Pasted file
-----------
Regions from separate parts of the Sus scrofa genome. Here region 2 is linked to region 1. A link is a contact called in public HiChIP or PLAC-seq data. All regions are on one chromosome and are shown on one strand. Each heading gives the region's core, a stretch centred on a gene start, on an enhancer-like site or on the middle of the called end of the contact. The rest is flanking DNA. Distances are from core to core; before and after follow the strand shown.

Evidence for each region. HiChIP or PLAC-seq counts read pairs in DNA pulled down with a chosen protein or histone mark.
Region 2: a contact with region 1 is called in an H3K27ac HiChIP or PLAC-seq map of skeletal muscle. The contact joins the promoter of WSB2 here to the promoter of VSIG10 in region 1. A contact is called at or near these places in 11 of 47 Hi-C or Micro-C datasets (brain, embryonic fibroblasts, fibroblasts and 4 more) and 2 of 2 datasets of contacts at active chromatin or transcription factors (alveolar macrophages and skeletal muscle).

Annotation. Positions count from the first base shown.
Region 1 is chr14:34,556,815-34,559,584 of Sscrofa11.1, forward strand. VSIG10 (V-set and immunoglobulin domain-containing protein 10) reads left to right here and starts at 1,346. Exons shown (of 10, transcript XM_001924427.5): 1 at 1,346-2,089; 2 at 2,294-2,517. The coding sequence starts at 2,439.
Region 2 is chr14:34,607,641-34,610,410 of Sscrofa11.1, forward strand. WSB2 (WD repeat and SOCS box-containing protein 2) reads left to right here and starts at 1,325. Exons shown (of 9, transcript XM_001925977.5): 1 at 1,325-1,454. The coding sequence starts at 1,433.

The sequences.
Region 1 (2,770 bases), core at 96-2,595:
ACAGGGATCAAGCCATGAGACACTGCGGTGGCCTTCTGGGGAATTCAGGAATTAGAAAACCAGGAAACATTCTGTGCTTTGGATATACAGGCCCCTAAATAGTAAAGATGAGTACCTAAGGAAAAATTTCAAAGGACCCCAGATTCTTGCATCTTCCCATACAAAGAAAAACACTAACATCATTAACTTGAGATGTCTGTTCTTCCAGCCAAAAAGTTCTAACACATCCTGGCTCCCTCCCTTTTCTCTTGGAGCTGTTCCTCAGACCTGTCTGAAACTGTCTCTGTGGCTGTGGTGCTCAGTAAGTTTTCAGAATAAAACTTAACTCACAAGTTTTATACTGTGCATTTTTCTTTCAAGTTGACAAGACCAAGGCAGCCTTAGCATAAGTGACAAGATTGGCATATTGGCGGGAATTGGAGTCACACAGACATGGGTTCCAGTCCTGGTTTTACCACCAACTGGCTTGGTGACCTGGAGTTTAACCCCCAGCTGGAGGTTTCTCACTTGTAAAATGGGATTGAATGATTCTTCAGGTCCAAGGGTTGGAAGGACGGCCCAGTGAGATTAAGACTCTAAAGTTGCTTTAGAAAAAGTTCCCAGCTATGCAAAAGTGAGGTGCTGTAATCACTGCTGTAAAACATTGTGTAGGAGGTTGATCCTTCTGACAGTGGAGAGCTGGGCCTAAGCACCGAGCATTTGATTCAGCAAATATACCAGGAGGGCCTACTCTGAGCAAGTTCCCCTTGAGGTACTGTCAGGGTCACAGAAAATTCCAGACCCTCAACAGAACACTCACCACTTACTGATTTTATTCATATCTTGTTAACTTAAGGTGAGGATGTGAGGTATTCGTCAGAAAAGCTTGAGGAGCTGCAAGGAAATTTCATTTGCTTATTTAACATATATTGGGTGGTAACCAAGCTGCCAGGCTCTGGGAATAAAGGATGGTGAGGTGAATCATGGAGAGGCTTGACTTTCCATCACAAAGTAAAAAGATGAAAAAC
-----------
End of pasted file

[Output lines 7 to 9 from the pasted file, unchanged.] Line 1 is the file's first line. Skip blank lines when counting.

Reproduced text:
The sequences.
Region 1 (2,770 bases), core at 96-2,595:
ACAGGGATCAAGCCATGAGACACTGCGGTGGCCTTCTGGGGAATTCAGGAATTAGAAAACCAGGAAACATTCTGTGCTTTGGATATACAGGCCCCTAAATAGTAAAGATGAGTACCTAAGGAAAAATTTCAAAGGACCCCAGATTCTTGCATCTTCCCATACAAAGAAAAACACTAACATCATTAACTTGAGATGTCTGTTCTTCCAGCCAAAAAGTTCTAACACATCCTGGCTCCCTCCCTTTTCTCTTGGAGCTGTTCCTCAGACCTGTCTGAAACTGTCTCTGTGGCTGTGGTGCTCAGTAAGTTTTCAGAATAAAACTTAACTCACAAGTTTTATACTGTGCATTTTTCTTTCAAGTTGACAAGACCAAGGCAGCCTTAGCATAAGTGACAAGATTGGCATATTGGCGGGAATTGGAGTCACACAGACATGGGTTCCAGTCCTGGTTTTACCACCAACTGGCTTGGTGACCTGGAGTTTAACCCCCAGCTGGAGGTTTCTCACTTGTAAAATGGGATTGAATGATTCTTCAGGTCCAAGGGTTGGAAGGACGGCCCAGTGAGATTAAGACTCTAAAGTTGCTTTAGAAAAAGTTCCCAGCTATGCAAAAGTGAGGTGCTGTAATCACTGCTGTAAAACATTGTGTAGGAGGTTGATCCTTCTGACAGTGGAGAGCTGGGCCTAAGCACCGAGCATTTGATTCAGCAAATATACCAGGAGGGCCTACTCTGAGCAAGTTCCCCTTGAGGTACTGTCAGGGTCACAGAAAATTCCAGACCCTCAACAGAACACTCACCACTTACTGATTTTATTCATATCTTGTTAACTTAAGGTGAGGATGTGAGGTATTCGTCAGAAAAGCTTGAGGAGCTGCAAGGAAATTTCATTTGCTTATTTAACATATATTGGGTGGTAACCAAGCTGCCAGGCTCTGGGAATAAAGGATGGTGAGGTGAATCATGGAGAGGCTTGACTTTCCATCACAAAGTAAAAAGATGAAAAAC